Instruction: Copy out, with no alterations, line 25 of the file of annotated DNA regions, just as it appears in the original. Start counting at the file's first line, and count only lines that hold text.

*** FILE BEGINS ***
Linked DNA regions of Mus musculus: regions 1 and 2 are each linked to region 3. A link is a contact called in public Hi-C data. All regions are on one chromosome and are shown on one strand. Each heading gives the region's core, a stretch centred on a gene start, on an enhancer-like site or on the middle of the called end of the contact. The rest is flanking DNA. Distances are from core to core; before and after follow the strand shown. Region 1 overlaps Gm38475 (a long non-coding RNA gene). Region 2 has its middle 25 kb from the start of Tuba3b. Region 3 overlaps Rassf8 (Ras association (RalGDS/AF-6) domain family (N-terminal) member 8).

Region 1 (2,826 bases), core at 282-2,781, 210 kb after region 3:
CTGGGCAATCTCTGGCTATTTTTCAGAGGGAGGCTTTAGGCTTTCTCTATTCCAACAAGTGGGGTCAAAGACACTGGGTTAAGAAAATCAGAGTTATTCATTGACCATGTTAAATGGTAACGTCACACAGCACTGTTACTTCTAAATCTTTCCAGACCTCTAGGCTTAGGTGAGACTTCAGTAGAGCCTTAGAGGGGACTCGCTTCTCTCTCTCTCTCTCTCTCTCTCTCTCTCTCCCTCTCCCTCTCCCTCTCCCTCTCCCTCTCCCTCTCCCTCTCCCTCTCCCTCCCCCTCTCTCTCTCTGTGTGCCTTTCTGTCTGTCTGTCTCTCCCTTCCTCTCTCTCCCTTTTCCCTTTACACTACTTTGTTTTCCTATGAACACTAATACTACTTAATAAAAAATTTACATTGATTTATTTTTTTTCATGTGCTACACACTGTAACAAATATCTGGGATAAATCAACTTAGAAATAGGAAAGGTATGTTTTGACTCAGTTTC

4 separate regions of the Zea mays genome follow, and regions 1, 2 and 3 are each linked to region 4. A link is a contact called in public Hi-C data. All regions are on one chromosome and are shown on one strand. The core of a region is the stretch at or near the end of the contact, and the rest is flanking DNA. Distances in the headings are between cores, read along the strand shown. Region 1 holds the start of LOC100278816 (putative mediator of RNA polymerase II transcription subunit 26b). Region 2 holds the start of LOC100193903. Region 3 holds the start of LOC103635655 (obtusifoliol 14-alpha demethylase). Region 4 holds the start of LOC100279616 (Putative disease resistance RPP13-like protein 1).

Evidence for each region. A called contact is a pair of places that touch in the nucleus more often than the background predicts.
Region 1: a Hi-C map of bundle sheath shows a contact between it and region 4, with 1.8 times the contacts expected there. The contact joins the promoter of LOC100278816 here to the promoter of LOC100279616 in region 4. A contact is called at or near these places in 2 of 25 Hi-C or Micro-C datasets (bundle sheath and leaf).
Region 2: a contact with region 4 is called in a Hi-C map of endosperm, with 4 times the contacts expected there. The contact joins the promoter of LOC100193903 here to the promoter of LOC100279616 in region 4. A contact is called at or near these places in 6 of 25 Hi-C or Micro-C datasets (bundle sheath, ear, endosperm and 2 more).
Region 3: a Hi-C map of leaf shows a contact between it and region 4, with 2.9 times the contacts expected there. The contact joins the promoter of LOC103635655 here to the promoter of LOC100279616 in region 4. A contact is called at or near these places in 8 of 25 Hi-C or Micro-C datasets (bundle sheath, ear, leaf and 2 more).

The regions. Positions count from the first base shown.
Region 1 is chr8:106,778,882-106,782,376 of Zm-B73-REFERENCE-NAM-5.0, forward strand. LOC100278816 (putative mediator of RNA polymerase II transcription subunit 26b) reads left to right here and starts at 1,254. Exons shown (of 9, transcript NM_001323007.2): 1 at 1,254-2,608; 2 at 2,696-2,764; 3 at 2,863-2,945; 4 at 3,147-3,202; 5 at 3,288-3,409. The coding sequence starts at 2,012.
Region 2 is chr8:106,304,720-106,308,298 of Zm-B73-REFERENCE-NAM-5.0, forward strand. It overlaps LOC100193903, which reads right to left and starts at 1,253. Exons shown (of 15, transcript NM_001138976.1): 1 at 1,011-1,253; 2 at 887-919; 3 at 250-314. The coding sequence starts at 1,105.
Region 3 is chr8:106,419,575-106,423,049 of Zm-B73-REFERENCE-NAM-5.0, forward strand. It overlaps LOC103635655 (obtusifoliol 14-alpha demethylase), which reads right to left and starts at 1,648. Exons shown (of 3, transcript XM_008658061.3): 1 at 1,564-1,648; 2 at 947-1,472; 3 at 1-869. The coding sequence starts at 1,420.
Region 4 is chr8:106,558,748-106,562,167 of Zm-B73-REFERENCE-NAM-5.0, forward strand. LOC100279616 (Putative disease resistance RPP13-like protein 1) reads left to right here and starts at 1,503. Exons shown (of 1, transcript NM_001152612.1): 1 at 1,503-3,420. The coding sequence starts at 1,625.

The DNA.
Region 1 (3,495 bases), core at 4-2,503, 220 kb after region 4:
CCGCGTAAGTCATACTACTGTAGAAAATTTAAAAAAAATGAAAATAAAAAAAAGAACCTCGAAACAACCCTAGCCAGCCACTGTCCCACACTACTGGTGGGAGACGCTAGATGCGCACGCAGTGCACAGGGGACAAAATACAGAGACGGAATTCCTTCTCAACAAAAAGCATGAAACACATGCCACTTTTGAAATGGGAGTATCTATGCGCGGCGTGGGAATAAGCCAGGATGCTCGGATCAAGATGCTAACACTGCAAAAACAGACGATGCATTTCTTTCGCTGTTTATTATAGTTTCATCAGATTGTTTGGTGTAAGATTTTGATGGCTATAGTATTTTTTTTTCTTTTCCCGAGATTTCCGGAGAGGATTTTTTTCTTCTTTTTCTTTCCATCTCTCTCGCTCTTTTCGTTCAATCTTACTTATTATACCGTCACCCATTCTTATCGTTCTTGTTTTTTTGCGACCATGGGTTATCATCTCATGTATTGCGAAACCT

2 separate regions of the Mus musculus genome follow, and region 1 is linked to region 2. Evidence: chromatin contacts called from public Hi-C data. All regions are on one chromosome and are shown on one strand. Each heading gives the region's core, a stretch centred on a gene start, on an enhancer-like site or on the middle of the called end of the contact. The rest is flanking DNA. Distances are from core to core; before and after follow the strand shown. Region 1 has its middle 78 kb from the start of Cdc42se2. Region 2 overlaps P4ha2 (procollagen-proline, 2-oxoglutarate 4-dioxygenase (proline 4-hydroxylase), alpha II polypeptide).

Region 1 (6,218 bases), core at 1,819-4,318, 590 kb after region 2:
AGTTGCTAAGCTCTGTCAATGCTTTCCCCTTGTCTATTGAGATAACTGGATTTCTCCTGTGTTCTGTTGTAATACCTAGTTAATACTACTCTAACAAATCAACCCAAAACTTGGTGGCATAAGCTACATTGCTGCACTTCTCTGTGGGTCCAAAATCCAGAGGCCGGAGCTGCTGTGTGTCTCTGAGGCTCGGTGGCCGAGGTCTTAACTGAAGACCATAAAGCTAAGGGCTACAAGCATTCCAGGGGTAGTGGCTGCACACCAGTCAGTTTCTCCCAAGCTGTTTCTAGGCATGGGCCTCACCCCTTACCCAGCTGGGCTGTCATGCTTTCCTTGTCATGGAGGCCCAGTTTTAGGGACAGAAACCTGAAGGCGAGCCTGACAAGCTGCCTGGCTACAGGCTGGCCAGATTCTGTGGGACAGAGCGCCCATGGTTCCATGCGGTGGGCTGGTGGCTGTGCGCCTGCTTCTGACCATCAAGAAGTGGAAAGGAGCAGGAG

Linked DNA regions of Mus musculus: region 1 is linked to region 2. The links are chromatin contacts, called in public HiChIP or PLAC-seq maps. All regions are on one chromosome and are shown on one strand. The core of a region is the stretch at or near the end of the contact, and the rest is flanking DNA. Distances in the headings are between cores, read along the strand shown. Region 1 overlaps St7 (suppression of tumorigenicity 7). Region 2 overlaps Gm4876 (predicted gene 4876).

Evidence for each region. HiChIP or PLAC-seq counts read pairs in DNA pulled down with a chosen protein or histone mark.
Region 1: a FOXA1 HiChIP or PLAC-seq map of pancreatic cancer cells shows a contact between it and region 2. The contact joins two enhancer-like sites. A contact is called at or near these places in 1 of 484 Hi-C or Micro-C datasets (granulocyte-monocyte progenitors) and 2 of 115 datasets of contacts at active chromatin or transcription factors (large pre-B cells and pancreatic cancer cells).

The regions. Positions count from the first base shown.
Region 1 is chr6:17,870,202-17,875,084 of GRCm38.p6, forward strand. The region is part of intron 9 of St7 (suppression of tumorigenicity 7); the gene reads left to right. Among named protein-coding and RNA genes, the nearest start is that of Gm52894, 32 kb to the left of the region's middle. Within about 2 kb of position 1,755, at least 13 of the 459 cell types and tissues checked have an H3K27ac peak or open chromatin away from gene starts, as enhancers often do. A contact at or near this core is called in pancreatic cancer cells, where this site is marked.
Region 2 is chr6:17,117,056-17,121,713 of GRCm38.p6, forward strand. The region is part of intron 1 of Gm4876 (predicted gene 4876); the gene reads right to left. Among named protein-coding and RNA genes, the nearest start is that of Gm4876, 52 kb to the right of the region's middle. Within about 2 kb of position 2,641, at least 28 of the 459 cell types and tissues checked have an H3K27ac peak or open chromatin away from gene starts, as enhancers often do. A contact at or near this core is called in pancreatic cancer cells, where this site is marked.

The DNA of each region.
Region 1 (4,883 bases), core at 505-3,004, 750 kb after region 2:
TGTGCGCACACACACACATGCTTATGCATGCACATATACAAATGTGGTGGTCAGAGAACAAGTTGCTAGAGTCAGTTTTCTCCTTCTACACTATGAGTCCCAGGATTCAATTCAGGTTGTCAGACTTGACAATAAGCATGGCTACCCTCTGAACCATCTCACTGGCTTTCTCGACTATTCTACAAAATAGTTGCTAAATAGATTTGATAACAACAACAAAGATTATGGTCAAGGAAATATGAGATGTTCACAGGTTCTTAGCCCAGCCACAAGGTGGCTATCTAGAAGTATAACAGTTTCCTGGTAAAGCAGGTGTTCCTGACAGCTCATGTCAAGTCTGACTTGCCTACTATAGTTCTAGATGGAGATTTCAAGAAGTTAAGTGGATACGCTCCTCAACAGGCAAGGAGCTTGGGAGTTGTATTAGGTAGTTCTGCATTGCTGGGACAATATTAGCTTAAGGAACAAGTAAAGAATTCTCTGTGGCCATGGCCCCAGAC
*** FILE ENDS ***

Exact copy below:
Region 2 is chr6:17,117,056-17,121,713 of GRCm38.p6, forward strand. The region is part of intron 1 of Gm4876 (predicted gene 4876); the gene reads right to left. Among named protein-coding and RNA genes, the nearest start is that of Gm4876, 52 kb to the right of the region's middle. Within about 2 kb of position 2,641, at least 28 of the 459 cell types and tissues checked have an H3K27ac peak or open chromatin away from gene starts, as enhancers often do. A contact at or near this core is called in pancreatic cancer cells, where this site is marked.